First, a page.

These are machine learning tools that Google, Bing and other search engines use to understand the meaning behind a word, and then the intent of a query. Natural language processing, like the name implies, is technology that computers use to understand the human's natural language. For example, Apple's Siri and Amazon's Alexa use this kind of technology to recognize speech patterns and try to provide a meaningful and useful response.

Semantic search is similar in that it is also trying to understand language the way a human would. In a search engine, semantic search is used to try to generate the most accurate results possible by understanding the searcher's intent, the context of their query, and the relationships between the words used.

User intent in search

Using these same tools, search engines are also learning about the meaning of the words used on your website. This is why, while keywords and keyword research are still important, our strategies need to evolve. Now that search engines are looking for the page that best answers the searcher's query, we as photographers have to shift our focus from those old strategies and begin to think about what our clients are asking or searching for.

To help you think about the kinds of content you could create, let's first think about the various kinds of search intent.

Informational – The searcher is looking for an answer to a question or to learn more about a topic. Think about queries like "fall family portrait wardrobe ideas" or "how to look good in a photograph."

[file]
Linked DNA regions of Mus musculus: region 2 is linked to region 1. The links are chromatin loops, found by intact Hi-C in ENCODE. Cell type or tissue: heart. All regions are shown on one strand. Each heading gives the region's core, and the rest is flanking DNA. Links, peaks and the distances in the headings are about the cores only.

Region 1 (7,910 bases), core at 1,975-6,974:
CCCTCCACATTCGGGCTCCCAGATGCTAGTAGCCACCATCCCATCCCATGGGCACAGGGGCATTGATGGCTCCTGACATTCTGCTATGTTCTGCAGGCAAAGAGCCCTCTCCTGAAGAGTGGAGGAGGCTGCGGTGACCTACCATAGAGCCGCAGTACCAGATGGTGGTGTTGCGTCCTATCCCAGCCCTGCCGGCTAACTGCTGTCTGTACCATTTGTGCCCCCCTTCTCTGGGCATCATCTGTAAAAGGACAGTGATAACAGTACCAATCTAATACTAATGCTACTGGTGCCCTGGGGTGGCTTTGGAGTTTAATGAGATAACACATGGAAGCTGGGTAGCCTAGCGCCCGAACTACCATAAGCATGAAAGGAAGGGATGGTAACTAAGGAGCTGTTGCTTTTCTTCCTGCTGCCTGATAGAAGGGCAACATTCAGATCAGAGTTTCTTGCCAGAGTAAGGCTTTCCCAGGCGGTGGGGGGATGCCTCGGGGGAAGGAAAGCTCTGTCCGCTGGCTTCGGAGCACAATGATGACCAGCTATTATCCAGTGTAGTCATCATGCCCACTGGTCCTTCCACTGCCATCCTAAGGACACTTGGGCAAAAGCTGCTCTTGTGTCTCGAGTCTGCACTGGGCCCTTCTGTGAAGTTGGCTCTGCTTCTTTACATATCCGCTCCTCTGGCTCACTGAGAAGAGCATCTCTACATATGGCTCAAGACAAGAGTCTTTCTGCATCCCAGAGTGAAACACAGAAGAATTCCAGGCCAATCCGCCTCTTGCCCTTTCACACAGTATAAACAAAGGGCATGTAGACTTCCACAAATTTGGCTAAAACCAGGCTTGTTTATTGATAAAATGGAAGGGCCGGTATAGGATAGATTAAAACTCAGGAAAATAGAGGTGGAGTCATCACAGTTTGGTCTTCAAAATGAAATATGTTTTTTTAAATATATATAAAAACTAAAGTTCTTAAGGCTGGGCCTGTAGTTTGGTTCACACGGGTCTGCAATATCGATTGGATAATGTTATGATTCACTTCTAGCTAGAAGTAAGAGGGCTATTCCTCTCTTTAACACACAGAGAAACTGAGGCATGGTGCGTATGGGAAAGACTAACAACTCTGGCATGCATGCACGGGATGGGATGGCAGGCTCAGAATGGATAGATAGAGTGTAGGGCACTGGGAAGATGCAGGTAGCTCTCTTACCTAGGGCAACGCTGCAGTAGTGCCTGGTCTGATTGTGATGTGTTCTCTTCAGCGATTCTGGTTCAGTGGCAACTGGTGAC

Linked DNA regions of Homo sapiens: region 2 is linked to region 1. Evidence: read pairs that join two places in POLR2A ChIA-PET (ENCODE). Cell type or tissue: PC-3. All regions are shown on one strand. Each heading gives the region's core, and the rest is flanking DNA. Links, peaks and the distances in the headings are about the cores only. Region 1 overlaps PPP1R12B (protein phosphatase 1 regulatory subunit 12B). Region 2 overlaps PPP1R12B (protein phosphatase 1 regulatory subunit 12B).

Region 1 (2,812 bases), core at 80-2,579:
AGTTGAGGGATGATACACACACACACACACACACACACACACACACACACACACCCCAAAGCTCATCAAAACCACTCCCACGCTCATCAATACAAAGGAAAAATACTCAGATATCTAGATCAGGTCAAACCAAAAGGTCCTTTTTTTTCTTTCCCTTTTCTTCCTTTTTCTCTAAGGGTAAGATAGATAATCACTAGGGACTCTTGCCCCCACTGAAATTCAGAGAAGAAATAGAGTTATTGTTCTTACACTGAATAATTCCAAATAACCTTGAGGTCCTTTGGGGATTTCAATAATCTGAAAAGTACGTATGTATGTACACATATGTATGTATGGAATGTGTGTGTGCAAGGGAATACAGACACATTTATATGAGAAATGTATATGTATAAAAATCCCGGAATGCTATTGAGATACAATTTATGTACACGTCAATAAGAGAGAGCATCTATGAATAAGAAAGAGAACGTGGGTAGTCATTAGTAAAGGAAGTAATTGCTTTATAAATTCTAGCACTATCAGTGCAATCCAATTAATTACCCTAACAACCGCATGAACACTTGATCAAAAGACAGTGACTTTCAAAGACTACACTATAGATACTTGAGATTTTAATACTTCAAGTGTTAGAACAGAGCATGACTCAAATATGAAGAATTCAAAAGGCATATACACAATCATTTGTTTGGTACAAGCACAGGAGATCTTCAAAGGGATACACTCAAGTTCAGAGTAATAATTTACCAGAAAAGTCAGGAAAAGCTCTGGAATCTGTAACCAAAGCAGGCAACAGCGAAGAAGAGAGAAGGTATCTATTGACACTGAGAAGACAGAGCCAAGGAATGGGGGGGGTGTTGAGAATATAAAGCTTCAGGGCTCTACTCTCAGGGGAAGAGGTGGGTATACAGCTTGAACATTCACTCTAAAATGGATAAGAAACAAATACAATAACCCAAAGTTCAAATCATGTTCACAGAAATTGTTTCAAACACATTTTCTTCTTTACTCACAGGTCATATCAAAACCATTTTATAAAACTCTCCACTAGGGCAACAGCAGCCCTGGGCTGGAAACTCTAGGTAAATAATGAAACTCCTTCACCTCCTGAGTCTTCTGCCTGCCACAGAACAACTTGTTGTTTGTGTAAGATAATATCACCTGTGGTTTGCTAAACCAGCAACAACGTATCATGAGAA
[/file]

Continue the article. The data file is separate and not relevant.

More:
Navigational – The searcher already knows what website or brand they want to go to. Searches for Facebook, eBay, or even your own website would fall under this kind of search intent.

Transactional – In this kind of query, the searcher is ready to make a purchase and just needs to find the store or product. Queries could include things like "buy Canon 5D MIII" or "iMac coupon code."

Commercial – This type of query is similar to Transactional. But in these cases, the searcher is looking for more information before they are ready to purchase. These kinds of queries might include "wedding photographers near me" or "best family portrait photographers." In these cases, the searcher knows they want the services of a photographer, but is still researching who they want to book.

Ahrefs suggest the following keyword modifiers that can indicate the type of search intent


  • How
  • What
  • Who
  • Where
  • Why
  • Guide
  • Tutorial
  • Resource
  • Ideas
  • Tips
  • Learn